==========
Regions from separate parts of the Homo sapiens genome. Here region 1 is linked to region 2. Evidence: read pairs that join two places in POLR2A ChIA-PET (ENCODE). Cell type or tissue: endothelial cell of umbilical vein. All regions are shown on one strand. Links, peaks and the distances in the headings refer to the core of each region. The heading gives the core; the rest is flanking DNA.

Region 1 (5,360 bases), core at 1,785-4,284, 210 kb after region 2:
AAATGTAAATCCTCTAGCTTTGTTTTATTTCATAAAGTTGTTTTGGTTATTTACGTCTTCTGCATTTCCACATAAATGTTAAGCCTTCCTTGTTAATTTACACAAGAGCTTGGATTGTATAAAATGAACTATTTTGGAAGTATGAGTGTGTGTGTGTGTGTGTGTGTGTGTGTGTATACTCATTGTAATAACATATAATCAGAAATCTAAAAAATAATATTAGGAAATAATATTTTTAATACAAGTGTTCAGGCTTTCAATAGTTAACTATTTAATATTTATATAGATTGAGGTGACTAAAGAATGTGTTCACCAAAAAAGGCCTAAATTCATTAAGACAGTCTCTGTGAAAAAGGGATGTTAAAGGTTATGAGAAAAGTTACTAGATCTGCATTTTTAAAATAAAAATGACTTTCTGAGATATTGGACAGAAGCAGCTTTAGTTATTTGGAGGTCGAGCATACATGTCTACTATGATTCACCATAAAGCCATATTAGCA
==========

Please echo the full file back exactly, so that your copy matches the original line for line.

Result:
Regions from separate parts of the Homo sapiens genome. Here region 1 is linked to region 2. Evidence: read pairs that join two places in POLR2A ChIA-PET (ENCODE). Cell type or tissue: endothelial cell of umbilical vein. All regions are shown on one strand. Links, peaks and the distances in the headings refer to the core of each region. The heading gives the core; the rest is flanking DNA.

Region 1 (5,360 bases), core at 1,785-4,284, 210 kb after region 2:
AAATGTAAATCCTCTAGCTTTGTTTTATTTCATAAAGTTGTTTTGGTTATTTACGTCTTCTGCATTTCCACATAAATGTTAAGCCTTCCTTGTTAATTTACACAAGAGCTTGGATTGTATAAAATGAACTATTTTGGAAGTATGAGTGTGTGTGTGTGTGTGTGTGTGTGTGTGTATACTCATTGTAATAACATATAATCAGAAATCTAAAAAATAATATTAGGAAATAATATTTTTAATACAAGTGTTCAGGCTTTCAATAGTTAACTATTTAATATTTATATAGATTGAGGTGACTAAAGAATGTGTTCACCAAAAAAGGCCTAAATTCATTAAGACAGTCTCTGTGAAAAAGGGATGTTAAAGGTTATGAGAAAAGTTACTAGATCTGCATTTTTAAAATAAAAATGACTTTCTGAGATATTGGACAGAAGCAGCTTTAGTTATTTGGAGGTCGAGCATACATGTCTACTATGATTCACCATAAAGCCATATTAGCA